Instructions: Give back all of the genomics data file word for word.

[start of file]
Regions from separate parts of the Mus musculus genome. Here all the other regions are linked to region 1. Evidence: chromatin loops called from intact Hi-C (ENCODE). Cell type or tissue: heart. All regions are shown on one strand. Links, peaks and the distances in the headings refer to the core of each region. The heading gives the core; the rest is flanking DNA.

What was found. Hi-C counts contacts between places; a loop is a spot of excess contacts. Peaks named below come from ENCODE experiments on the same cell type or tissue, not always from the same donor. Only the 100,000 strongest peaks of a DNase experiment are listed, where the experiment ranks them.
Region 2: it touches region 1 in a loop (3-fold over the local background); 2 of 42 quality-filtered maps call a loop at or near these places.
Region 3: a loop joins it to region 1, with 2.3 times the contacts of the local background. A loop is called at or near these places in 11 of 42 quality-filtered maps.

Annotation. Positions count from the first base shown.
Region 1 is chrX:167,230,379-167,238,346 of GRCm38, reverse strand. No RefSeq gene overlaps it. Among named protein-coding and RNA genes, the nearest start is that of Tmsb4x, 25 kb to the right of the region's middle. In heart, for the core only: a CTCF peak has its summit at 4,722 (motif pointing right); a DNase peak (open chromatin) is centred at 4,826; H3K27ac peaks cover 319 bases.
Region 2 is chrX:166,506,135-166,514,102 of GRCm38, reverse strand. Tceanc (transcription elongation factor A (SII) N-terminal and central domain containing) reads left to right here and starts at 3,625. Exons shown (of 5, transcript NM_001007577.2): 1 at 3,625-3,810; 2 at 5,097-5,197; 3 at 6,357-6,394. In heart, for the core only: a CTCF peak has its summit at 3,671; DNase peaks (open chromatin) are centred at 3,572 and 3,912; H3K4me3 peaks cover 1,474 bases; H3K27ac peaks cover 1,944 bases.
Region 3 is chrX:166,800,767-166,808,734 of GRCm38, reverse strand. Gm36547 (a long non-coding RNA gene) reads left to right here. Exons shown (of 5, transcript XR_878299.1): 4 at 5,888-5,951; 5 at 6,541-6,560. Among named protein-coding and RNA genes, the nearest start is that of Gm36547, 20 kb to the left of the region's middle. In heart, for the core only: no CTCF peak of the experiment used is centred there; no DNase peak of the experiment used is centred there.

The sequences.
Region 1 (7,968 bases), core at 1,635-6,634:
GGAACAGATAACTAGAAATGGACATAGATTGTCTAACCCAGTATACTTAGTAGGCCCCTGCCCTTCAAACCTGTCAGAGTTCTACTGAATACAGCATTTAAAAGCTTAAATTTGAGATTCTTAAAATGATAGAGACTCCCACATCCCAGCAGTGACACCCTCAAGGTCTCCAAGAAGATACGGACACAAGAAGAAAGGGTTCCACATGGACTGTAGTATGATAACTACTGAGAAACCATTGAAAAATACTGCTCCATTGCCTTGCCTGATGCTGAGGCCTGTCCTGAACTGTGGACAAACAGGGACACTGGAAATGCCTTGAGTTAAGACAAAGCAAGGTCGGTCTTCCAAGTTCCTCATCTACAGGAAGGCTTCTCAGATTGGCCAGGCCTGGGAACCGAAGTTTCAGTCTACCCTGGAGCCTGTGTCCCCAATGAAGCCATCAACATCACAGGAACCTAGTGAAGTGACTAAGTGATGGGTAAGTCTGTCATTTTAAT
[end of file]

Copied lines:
Regions from separate parts of the Mus musculus genome. Here all the other regions are linked to region 1. Evidence: chromatin loops called from intact Hi-C (ENCODE). Cell type or tissue: heart. All regions are shown on one strand. Links, peaks and the distances in the headings refer to the core of each region. The heading gives the core; the rest is flanking DNA.

What was found. Hi-C counts contacts between places; a loop is a spot of excess contacts. Peaks named below come from ENCODE experiments on the same cell type or tissue, not always from the same donor. Only the 100,000 strongest peaks of a DNase experiment are listed, where the experiment ranks them.
Region 2: it touches region 1 in a loop (3-fold over the local background); 2 of 42 quality-filtered maps call a loop at or near these places.
Region 3: a loop joins it to region 1, with 2.3 times the contacts of the local background. A loop is called at or near these places in 11 of 42 quality-filtered maps.

Annotation. Positions count from the first base shown.
Region 1 is chrX:167,230,379-167,238,346 of GRCm38, reverse strand. No RefSeq gene overlaps it. Among named protein-coding and RNA genes, the nearest start is that of Tmsb4x, 25 kb to the right of the region's middle. In heart, for the core only: a CTCF peak has its summit at 4,722 (motif pointing right); a DNase peak (open chromatin) is centred at 4,826; H3K27ac peaks cover 319 bases.
Region 2 is chrX:166,506,135-166,514,102 of GRCm38, reverse strand. Tceanc (transcription elongation factor A (SII) N-terminal and central domain containing) reads left to right here and starts at 3,625. Exons shown (of 5, transcript NM_001007577.2): 1 at 3,625-3,810; 2 at 5,097-5,197; 3 at 6,357-6,394. In heart, for the core only: a CTCF peak has its summit at 3,671; DNase peaks (open chromatin) are centred at 3,572 and 3,912; H3K4me3 peaks cover 1,474 bases; H3K27ac peaks cover 1,944 bases.
Region 3 is chrX:166,800,767-166,808,734 of GRCm38, reverse strand. Gm36547 (a long non-coding RNA gene) reads left to right here. Exons shown (of 5, transcript XR_878299.1): 4 at 5,888-5,951; 5 at 6,541-6,560. Among named protein-coding and RNA genes, the nearest start is that of Gm36547, 20 kb to the left of the region's middle. In heart, for the core only: no CTCF peak of the experiment used is centred there; no DNase peak of the experiment used is centred there.

The sequences.
Region 1 (7,968 bases), core at 1,635-6,634:
GGAACAGATAACTAGAAATGGACATAGATTGTCTAACCCAGTATACTTAGTAGGCCCCTGCCCTTCAAACCTGTCAGAGTTCTACTGAATACAGCATTTAAAAGCTTAAATTTGAGATTCTTAAAATGATAGAGACTCCCACATCCCAGCAGTGACACCCTCAAGGTCTCCAAGAAGATACGGACACAAGAAGAAAGGGTTCCACATGGACTGTAGTATGATAACTACTGAGAAACCATTGAAAAATACTGCTCCATTGCCTTGCCTGATGCTGAGGCCTGTCCTGAACTGTGGACAAACAGGGACACTGGAAATGCCTTGAGTTAAGACAAAGCAAGGTCGGTCTTCCAAGTTCCTCATCTACAGGAAGGCTTCTCAGATTGGCCAGGCCTGGGAACCGAAGTTTCAGTCTACCCTGGAGCCTGTGTCCCCAATGAAGCCATCAACATCACAGGAACCTAGTGAAGTGACTAAGTGATGGGTAAGTCTGTCATTTTAAT